Students at the University of California, Los Angeles (UCLA) School of Nursing will be able to translate patient questions from English to Spanish, run diagnostic tests, and prepare for their all-important nursing board exam with help from the Apple iPod Touch.
One hundred and eighteen students were given an iPod Touch at a Dec. 13 ceremony signaling the students’ transition from preclinical studies to clinical health sciences. The students were given white coats, per tradition, but this year, iPods were placed in the pocket of each coat, according to a UCLA release.
First-year master’s entry clinical nursing students and third-year undergraduates received iPod Touches, according to the university.
The popular device’s media player function has grabbed attention in all corners of higher education, with nursing and medical schools near the forefront of using the iPod Touch, which can access Wi-Fi networks.
More coverage of Apple products in higher education…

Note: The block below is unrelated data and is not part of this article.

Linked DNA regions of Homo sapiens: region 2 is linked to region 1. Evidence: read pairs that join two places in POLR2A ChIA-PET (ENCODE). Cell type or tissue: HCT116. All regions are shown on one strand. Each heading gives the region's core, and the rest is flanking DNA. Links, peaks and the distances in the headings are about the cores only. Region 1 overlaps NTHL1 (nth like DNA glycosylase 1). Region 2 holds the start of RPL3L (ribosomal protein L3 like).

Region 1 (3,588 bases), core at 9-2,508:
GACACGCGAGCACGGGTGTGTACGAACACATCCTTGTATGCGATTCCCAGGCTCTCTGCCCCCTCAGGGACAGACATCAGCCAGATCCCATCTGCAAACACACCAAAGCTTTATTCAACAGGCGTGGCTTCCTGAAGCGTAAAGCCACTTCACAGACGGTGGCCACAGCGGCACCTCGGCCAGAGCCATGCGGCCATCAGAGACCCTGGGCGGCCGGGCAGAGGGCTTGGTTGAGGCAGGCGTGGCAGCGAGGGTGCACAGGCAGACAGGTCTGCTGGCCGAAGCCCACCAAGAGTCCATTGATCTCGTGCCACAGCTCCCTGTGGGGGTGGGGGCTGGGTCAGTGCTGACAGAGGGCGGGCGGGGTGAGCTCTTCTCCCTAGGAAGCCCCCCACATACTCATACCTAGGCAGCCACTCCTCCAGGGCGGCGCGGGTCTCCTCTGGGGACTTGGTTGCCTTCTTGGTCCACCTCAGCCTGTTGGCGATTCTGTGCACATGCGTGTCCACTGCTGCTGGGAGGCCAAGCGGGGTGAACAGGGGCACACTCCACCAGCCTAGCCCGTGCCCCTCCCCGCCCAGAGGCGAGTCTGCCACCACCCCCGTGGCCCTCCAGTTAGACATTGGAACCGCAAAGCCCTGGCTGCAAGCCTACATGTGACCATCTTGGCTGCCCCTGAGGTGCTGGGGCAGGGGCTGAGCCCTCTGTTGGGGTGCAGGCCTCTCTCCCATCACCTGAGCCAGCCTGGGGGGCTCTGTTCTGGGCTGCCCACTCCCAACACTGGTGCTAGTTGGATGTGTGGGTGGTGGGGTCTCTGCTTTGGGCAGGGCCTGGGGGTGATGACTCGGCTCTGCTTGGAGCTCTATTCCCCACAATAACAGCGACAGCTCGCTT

Ohio State medical school officials gave students iPods last year so they could study high-quality images of organs and body parts in the palms of their hands and see images from several angles.
Ohio State medical students also used the iPod to take short review quizzes for helpful reminders and access videos documenting the many steps of a surgery or procedure.
In July 2009, officials at the University of Michigan Medical School unveiled the “Dr. iPod” program, which lets students watch and review lectures at any time.
And medical students at Temple University listen to heart murmurs using the iPod after studies showed that repetition is the key to honing stethoscope skills and diagnosing heart conditions.
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